means for enabling a processor to separate said first derivative function into a plurality of spectral band regions, each of said spectral band regions having +/− N pixels on either side of a localized minima;
means for enabling a processor to determine a pixel shift magnitude value for one of said plurality of spectral band regions; and
means for enabling a processor to apply said pixel shift magnitude value to a look-up table to determine a magnitude and direction of said spectral drift for one of said plurality of spectral band regions.
21. The computer program product of
_{1 }and t_{2}, respectively.22. The computer program product of
_{1 }and said second blackbody source at temperature t_{2}.23. The computer program product of
24. The computer program product of
25. The computer program product of
_{1 }and t_{2}, respectively.26. The computer program product of
27. The computer program product of
28. The computer program product of
29. The computer program product of
means for enabling a processor to generate new spectral channel assignments for each pixel of said spectral band region using the spectral magnitude and direction of said spectral drift; and
means for enabling a processor to interpolate values in between.
30. The computer program product of
31. The computer program product of
means for enabling a processor to determine a spectral difference function, wherein the spectral difference function is the difference between said response function at temperature t
_{1 }and said response function at temperature t_{2}; means for enabling a processor to determine a blackbody difference function, wherein the blackbody difference function is the difference between said blackbody source at temperature t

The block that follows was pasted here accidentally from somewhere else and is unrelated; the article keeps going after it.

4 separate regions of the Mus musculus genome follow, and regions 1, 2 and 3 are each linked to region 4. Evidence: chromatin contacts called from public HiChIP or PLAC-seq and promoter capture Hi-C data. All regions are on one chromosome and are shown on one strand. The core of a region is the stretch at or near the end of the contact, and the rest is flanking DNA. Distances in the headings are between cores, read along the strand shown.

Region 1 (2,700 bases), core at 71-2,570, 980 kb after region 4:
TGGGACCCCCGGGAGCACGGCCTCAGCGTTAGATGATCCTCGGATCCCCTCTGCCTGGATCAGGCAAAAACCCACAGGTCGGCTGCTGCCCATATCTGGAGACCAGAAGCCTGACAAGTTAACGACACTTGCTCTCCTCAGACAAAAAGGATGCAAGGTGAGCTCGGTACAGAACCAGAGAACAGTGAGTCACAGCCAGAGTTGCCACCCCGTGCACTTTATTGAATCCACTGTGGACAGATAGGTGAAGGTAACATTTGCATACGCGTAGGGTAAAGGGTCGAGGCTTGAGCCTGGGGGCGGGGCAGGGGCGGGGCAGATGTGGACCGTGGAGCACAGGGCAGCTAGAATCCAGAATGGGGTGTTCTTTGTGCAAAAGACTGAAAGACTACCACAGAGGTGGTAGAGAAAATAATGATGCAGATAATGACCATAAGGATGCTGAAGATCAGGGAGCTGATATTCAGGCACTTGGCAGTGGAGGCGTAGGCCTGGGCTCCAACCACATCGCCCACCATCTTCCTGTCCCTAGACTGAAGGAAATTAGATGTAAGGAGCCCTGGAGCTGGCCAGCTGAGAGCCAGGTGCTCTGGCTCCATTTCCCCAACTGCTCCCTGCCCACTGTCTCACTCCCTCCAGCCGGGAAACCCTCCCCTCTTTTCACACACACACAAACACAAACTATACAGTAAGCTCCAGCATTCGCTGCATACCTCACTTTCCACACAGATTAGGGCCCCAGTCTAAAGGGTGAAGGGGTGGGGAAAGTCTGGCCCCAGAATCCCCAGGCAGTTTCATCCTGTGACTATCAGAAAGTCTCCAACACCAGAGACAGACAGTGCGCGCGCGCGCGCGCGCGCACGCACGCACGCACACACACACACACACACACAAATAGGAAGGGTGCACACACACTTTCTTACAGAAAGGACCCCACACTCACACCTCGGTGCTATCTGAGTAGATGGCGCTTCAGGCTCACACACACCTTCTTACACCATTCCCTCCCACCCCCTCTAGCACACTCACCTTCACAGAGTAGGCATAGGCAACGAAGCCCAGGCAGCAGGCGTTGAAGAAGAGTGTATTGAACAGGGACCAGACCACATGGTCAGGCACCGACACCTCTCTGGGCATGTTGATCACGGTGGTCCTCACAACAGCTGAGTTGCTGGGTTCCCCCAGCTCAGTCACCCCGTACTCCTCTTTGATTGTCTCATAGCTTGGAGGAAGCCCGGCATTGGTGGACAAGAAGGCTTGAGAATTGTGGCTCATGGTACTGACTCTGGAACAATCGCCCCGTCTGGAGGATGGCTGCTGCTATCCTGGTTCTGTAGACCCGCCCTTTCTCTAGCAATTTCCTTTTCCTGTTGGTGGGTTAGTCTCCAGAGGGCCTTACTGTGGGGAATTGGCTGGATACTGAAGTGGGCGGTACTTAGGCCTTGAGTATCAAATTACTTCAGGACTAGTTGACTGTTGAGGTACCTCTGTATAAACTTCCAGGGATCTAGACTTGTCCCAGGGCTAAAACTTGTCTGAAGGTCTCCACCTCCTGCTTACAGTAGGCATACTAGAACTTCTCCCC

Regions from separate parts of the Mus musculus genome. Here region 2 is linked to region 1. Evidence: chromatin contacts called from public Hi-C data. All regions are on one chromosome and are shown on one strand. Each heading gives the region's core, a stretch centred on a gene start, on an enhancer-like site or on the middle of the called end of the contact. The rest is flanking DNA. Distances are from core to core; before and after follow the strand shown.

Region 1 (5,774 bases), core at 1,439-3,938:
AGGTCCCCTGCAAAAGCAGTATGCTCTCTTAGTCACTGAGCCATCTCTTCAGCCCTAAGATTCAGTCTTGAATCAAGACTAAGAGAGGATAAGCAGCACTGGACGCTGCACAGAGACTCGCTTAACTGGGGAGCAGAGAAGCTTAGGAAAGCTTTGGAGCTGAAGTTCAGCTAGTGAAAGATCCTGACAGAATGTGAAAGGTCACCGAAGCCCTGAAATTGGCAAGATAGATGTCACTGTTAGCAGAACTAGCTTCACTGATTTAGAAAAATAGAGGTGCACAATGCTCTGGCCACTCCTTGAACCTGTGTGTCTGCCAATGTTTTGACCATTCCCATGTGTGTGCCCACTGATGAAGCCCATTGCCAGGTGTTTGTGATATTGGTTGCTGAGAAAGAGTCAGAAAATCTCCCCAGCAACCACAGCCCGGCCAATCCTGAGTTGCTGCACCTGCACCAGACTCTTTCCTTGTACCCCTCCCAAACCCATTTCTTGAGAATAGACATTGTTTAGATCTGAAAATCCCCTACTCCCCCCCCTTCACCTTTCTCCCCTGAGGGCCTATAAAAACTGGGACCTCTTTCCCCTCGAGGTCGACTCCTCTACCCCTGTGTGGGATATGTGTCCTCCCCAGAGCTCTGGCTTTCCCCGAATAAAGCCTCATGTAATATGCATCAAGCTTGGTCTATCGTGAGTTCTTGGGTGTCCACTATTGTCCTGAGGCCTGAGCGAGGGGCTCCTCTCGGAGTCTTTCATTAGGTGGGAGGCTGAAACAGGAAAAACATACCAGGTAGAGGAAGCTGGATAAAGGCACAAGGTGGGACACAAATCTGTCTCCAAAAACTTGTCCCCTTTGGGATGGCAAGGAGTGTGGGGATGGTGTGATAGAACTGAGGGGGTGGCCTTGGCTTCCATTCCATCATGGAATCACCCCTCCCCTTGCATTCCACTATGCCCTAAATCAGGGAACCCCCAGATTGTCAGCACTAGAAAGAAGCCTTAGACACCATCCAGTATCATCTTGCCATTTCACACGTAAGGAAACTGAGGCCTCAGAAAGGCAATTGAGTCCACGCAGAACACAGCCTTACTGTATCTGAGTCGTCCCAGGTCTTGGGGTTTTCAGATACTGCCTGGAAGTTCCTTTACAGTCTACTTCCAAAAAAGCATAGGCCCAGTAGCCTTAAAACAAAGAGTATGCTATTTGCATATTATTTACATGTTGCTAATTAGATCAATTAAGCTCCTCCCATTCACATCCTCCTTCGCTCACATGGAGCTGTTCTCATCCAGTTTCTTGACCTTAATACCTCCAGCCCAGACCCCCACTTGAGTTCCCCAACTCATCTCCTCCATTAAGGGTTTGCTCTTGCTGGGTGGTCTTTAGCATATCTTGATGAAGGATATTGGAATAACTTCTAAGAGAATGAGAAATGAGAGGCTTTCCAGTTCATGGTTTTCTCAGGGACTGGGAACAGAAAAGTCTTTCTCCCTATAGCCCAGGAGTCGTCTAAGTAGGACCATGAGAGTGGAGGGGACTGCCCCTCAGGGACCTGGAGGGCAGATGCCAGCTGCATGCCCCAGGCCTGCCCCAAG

_{1 }and said blackbody source at temperature t_{2}; and means for enabling a processor to determine said spectral transmittance function, wherein said spectral transmittance function is the quotient of the spectral difference function and the blackbody difference function.
32. The computer program product of
33. The computer program product of
34. The computer program product of
means for enabling a processor to measure multiple frames of a reference spectrum of said calibration filter sequentially irradiated by said first and second blackbody sources in a laboratory environment;
means for enabling a processor to measure multiple frames of a reference spectrum of said first and second blackbody sources in a laboratory environment;
means for enabling a processor to ensemble average said reference spectrums from said calibration filter and said first and second blackbody sources;
means for enabling a processor to remove background radiance from said ensemble averaged reference functions to produce a reference spectral transmittance function; and
means for enabling a processor to determine a first derivative of said reference spectral transmittance function.
35. The computer program product of
36. The computer program product of
37. The computer program product of
shifting means for enabling a processor to shift said first derivative of said reference spectral transmittance function by a predetermined shift value in a positive and a negative direction to generate a positive and negative shifted derivative function;
determining means for enabling a processor to determine the difference between said positive and negative shifted first derivative function and said first derivative of said reference spectral transmittance function to generate pixel shift magnitude values in said positive and negative direction, respectively;
storing means for enabling a processor to store said pixel shift magnitude values and the corresponding predetermined shift value in said lookup table; and
repeating means for enabling a processor to repeat said shifting means through said storing means using a new predetermined shift value until said spectral band is covered.
38. The computer program product of